Detection of maternal behaviours associated with suckling in beef cattle
The ‘uSuckled’ project is investigating the ability to remotely monitor suckling events using devices (such as accelerometers, sound monitors and GPS trackers) attached to open-grazing beef cows.
Led by the Northern Territory Government’s Department of Industry, Tourism and Trade (DITT), in partnership with the Queensland Alliance for Agriculture & Food Innovation, the University of Queensland and the Commonwealth Scientific and Industrial Research Organisation, this research will join a suite of Meat & Livestock Australia funded projects on investigating the causes of reproductive wastage in the northern beef industry.
There are current and emerging technologies that aim to detect the calving events in environments where locating aborted foetuses and dead calves is extremely difficult. These technologies rely on physical observation to assess a successful calving outcome and well-being of the calf. As well as not being practical in large commercial situations, the presence of humans can alter the natural behaviour of animals and potentially increase the risk of mismothering.
As suckling tends to occur within two to three hours after birth, detection of suckling is a good proxy indicator of calf well-being as a calf needs to have the ability to stand, seek out the udder and attach to the teats. The ability to remotely describe maternal behaviours associated with suckling would provide:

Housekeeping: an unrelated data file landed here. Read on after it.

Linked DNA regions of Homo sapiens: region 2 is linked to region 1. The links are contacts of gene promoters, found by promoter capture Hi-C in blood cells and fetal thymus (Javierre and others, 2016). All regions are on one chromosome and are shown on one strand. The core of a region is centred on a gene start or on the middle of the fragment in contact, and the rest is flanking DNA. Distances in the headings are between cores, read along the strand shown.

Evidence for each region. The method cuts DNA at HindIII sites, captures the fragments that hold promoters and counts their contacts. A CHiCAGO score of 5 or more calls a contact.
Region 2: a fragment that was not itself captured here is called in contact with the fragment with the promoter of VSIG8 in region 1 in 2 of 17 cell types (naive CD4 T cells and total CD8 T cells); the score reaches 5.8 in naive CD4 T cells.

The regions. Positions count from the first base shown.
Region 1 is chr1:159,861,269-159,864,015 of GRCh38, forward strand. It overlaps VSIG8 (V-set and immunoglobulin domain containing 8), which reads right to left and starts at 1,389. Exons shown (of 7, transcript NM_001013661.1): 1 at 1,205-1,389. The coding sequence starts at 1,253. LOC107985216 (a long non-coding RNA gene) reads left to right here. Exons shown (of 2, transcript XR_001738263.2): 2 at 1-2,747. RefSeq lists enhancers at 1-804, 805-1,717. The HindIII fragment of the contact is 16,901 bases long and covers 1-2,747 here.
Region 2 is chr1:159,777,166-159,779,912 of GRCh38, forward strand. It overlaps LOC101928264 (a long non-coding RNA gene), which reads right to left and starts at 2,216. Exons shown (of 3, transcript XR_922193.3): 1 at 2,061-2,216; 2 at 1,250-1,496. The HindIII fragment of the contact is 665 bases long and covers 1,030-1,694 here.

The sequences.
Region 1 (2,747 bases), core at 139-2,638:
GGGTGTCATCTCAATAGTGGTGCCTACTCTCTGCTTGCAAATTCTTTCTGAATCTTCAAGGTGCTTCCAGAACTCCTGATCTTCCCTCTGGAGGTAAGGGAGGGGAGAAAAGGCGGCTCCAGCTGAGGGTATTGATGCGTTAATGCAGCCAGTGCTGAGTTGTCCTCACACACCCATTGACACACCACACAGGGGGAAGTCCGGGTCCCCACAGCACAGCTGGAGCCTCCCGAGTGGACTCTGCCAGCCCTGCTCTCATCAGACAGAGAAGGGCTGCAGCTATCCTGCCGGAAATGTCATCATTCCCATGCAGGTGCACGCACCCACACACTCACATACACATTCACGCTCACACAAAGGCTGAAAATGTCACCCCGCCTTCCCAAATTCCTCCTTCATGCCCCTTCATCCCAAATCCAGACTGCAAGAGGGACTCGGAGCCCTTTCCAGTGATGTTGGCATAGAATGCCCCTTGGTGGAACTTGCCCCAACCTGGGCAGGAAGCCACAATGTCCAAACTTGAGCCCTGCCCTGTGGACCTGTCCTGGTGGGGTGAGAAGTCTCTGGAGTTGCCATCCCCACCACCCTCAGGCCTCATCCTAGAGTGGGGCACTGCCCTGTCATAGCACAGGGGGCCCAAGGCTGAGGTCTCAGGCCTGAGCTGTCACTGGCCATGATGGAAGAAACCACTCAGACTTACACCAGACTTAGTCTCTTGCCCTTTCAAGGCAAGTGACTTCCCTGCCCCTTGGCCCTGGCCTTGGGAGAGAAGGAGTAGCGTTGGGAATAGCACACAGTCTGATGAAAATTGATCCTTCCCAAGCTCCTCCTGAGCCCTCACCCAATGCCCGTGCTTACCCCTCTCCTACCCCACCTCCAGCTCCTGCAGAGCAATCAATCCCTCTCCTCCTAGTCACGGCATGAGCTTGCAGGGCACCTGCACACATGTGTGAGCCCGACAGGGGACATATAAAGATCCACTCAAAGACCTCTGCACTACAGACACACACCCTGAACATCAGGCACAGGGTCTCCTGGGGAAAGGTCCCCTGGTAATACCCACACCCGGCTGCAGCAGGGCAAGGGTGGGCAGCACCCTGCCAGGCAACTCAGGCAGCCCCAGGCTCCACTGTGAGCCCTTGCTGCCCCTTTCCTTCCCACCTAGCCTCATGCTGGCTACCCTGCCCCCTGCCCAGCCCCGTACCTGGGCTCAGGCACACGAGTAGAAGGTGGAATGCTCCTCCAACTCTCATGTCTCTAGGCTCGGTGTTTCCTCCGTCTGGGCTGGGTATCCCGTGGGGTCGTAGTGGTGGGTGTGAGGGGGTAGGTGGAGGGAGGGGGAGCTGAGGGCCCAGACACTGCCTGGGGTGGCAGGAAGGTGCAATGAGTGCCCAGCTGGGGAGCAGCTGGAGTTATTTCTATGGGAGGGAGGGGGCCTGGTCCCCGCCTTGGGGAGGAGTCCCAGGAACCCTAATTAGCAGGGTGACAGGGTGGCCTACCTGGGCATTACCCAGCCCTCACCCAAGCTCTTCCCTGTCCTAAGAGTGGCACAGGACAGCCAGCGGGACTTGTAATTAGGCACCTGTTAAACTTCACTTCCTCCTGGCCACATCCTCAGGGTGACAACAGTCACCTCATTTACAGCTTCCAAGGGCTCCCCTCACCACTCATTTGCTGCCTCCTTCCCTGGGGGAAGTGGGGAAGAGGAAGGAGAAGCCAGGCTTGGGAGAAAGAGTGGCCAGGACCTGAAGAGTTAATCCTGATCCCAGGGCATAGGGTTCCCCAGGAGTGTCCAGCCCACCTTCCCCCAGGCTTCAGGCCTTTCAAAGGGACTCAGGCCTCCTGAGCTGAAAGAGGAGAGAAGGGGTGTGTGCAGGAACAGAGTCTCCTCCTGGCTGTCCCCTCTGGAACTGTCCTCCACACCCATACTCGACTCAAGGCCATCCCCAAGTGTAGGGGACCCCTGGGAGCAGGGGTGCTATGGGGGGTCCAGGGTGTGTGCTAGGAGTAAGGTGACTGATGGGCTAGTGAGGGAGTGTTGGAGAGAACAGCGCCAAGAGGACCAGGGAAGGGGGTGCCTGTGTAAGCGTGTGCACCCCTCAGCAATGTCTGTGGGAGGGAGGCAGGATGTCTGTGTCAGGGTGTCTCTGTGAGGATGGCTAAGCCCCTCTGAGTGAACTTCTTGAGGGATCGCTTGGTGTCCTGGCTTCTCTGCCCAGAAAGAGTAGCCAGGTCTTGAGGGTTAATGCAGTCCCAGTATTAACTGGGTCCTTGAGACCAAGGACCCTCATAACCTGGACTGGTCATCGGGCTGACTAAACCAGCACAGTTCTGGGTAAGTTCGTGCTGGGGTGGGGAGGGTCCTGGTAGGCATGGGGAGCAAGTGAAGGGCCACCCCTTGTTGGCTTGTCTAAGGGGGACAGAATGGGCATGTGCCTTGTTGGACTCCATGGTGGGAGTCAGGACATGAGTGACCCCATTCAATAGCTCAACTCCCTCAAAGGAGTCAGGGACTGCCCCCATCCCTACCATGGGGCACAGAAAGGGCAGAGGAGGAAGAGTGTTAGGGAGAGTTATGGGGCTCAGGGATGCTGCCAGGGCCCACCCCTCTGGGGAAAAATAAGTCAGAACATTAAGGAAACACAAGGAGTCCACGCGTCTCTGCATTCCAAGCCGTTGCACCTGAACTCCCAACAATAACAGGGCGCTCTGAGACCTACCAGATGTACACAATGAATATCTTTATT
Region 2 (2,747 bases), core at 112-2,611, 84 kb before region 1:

- a non-invasive remotely-detectable dam-based method to approximate when a calf has been born,
- whether the calf was born alive,
- if it suckled normally or not and
- if the occurrence of suckling prematurely stops indicating a self-weaning or mortality event.
When combined with output from current calving alert technology, the detection of suckling events would support the capture of time between detection of early labour to first suckle. This information could support identifying cases of prolonged labour or dystocia events, and potentially calves with poor suckling reflex.
Furthermore, the effect of suckling (frequency and duration) on cows is also known to prolong the interval to first oestrus postpartum and is likely to be associated with change in liveweight due to the high energy demand of lactation. Accurately detecting nursing behaviours would allow frequency and duration of suckling events to be described and their association with performance investigated. This information would provide further insight on the key drivers of liveweight production of commercial beef herds in northern Australia.
The broad aims of the ‘uSuckled’ research are:
- Detect material behaviours associated with suckling in beef cattle using remote monitoring devices (such as accelerometers, sound monitors and GPS trackers) attached to free-grazing first-lactation cows.
- Describe the association between frequency, duration of suckling and pre-weaning average daily gain of calves.
‘uSuckled’ Project Details
The ‘uSuckled’ trial will be completed over the 2021 calving period with the final report prepared in 2022. For more information about the project, contact Dr Kieren McCosker, Senior Livestock Scientist, Northern Territory Department of Industry, Tourism and Trade on 0447 828 315.